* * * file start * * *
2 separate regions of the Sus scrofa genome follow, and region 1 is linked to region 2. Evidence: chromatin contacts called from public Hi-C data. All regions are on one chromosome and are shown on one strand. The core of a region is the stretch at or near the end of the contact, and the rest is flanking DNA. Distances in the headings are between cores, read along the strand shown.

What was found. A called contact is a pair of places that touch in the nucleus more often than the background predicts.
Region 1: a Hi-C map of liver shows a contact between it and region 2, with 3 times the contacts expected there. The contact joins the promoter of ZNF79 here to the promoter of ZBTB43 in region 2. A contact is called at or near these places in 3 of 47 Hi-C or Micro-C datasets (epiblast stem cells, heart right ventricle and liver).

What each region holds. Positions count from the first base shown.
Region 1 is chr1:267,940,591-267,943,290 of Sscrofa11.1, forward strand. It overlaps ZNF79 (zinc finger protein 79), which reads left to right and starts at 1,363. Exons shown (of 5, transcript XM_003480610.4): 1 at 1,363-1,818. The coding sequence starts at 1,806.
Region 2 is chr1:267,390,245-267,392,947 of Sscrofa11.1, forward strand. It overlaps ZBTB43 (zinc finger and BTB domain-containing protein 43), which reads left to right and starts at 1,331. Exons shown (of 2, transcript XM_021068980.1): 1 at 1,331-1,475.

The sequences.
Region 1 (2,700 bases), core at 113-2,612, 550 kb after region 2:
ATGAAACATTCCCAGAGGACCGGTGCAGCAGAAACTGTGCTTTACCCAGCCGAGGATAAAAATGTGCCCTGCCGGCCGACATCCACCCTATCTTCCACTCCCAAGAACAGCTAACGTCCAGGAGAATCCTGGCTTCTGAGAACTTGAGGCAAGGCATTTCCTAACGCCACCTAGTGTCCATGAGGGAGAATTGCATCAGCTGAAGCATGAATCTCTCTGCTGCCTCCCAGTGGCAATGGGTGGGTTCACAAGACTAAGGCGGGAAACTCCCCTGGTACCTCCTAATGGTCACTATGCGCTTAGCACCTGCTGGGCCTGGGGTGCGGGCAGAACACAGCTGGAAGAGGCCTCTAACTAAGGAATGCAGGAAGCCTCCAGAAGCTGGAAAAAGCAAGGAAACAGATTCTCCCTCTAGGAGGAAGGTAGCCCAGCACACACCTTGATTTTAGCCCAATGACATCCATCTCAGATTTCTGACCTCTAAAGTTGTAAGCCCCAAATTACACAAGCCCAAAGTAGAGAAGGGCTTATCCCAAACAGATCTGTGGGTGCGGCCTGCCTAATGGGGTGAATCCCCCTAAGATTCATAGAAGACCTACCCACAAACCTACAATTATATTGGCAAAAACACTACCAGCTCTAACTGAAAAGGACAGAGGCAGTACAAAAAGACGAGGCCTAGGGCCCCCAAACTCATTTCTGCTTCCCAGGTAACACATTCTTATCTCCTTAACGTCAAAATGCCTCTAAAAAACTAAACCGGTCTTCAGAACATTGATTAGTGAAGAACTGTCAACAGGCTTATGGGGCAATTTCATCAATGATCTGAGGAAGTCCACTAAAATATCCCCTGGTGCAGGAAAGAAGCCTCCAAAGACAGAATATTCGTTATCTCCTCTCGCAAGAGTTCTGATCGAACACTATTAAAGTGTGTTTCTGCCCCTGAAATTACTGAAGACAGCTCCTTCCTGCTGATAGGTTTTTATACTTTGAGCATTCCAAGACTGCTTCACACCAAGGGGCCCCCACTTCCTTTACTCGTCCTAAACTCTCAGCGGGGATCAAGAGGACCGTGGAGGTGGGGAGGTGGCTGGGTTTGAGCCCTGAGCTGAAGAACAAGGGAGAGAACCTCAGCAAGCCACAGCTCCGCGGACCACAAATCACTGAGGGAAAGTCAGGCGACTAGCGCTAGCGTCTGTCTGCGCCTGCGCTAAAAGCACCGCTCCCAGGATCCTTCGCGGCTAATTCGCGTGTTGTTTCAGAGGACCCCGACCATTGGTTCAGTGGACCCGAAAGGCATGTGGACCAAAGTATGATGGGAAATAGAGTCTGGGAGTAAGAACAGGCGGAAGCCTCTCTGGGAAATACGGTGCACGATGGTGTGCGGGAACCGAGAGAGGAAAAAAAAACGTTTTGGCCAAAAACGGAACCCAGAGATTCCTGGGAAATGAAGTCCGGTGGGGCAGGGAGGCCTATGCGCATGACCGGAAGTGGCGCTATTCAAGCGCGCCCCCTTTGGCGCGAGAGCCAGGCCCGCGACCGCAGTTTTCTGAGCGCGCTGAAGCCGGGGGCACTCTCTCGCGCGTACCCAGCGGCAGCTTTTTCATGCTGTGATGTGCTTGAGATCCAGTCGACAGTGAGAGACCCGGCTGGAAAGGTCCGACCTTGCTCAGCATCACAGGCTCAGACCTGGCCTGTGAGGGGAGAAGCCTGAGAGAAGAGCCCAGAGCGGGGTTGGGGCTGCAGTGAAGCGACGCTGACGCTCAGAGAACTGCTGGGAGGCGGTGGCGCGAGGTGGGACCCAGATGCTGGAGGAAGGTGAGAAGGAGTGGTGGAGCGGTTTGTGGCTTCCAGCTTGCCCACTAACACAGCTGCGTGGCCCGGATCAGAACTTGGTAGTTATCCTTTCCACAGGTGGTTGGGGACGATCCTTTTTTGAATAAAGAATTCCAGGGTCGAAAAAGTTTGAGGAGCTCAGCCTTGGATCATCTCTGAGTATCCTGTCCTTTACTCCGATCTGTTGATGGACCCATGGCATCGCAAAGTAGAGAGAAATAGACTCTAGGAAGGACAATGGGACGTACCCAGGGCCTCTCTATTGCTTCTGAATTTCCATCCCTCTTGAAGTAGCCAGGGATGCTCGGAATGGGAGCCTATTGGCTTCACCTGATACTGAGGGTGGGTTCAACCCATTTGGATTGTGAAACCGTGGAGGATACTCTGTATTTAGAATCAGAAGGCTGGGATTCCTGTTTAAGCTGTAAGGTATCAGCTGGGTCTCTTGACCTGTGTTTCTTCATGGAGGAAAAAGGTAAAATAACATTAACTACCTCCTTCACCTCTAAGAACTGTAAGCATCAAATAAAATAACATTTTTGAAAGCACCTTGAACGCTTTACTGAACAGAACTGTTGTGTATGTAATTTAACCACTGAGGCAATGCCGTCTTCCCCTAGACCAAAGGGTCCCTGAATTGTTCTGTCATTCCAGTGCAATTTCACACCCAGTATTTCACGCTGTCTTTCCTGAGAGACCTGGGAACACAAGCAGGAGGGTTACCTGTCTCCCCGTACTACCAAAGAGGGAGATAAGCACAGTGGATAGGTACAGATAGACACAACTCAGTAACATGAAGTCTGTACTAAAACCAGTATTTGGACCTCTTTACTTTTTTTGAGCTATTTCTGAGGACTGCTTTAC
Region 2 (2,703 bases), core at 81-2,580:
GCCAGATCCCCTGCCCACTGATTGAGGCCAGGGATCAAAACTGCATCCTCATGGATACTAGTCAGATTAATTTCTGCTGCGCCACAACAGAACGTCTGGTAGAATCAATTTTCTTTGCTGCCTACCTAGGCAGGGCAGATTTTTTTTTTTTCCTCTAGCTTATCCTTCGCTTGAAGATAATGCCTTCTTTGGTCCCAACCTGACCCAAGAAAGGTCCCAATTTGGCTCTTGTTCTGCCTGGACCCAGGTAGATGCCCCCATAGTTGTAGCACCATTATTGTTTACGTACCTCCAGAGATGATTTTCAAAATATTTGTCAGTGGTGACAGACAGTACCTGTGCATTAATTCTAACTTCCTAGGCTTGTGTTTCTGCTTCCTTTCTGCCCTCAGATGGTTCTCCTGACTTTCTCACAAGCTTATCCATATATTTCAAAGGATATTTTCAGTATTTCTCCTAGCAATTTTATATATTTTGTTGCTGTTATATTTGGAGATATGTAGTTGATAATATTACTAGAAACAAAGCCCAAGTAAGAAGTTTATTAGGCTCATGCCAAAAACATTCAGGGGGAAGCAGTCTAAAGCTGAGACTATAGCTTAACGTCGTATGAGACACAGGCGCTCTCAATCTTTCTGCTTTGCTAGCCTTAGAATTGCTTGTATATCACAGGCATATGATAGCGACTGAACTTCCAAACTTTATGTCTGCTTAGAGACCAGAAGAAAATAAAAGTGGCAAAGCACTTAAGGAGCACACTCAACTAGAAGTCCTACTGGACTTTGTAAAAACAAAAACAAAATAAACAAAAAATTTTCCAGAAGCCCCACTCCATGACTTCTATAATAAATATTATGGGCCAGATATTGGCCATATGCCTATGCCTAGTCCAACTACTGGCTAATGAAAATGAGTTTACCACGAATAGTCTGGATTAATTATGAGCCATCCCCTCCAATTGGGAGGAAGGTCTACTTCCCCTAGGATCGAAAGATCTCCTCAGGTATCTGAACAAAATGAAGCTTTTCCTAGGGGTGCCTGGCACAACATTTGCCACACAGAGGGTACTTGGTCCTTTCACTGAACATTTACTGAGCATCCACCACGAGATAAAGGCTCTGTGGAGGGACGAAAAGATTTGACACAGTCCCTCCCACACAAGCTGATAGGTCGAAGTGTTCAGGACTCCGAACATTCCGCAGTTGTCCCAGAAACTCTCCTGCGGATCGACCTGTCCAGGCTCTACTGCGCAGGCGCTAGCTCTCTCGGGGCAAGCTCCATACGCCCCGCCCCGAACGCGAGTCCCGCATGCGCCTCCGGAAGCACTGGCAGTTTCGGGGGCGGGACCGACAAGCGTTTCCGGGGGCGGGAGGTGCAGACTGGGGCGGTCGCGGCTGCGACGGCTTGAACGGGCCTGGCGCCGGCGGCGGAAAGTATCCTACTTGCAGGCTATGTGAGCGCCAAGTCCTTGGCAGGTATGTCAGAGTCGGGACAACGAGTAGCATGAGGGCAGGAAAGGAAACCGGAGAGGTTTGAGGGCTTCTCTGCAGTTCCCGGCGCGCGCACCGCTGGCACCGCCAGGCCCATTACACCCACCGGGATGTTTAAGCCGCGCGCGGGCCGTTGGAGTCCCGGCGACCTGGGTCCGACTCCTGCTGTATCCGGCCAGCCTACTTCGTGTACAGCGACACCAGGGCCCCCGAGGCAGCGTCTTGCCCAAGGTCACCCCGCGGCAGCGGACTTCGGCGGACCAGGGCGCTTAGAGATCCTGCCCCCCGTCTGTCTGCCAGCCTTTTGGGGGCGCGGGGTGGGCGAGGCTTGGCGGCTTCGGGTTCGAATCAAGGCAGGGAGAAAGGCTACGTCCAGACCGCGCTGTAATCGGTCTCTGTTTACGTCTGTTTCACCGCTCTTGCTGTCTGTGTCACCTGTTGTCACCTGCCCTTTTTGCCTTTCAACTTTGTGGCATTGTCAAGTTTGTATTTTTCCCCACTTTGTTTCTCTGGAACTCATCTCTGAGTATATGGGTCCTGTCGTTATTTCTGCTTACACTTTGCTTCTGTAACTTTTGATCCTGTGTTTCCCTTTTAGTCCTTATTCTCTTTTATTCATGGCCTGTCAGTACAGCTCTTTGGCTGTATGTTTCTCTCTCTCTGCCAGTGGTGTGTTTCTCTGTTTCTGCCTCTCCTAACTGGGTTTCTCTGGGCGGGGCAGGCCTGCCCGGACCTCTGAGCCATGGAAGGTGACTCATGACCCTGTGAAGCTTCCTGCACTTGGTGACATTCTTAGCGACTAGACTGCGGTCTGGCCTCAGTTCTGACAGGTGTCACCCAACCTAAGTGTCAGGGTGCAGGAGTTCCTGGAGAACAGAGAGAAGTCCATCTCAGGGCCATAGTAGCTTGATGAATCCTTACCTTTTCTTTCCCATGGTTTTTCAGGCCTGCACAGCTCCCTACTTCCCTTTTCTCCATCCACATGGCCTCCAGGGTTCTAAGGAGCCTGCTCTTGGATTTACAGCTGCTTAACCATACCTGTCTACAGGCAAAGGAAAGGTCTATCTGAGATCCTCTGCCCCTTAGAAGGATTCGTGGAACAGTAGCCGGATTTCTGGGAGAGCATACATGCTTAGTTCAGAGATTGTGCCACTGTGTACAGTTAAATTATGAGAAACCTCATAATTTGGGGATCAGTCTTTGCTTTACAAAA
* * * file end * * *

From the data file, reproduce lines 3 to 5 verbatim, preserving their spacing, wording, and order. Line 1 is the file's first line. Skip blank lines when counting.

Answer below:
Region 1: a Hi-C map of liver shows a contact between it and region 2, with 3 times the contacts expected there. The contact joins the promoter of ZNF79 here to the promoter of ZBTB43 in region 2. A contact is called at or near these places in 3 of 47 Hi-C or Micro-C datasets (epiblast stem cells, heart right ventricle and liver).

What each region holds. Positions count from the first base shown.
Region 1 is chr1:267,940,591-267,943,290 of Sscrofa11.1, forward strand. It overlaps ZNF79 (zinc finger protein 79), which reads left to right and starts at 1,363. Exons shown (of 5, transcript XM_003480610.4): 1 at 1,363-1,818. The coding sequence starts at 1,806.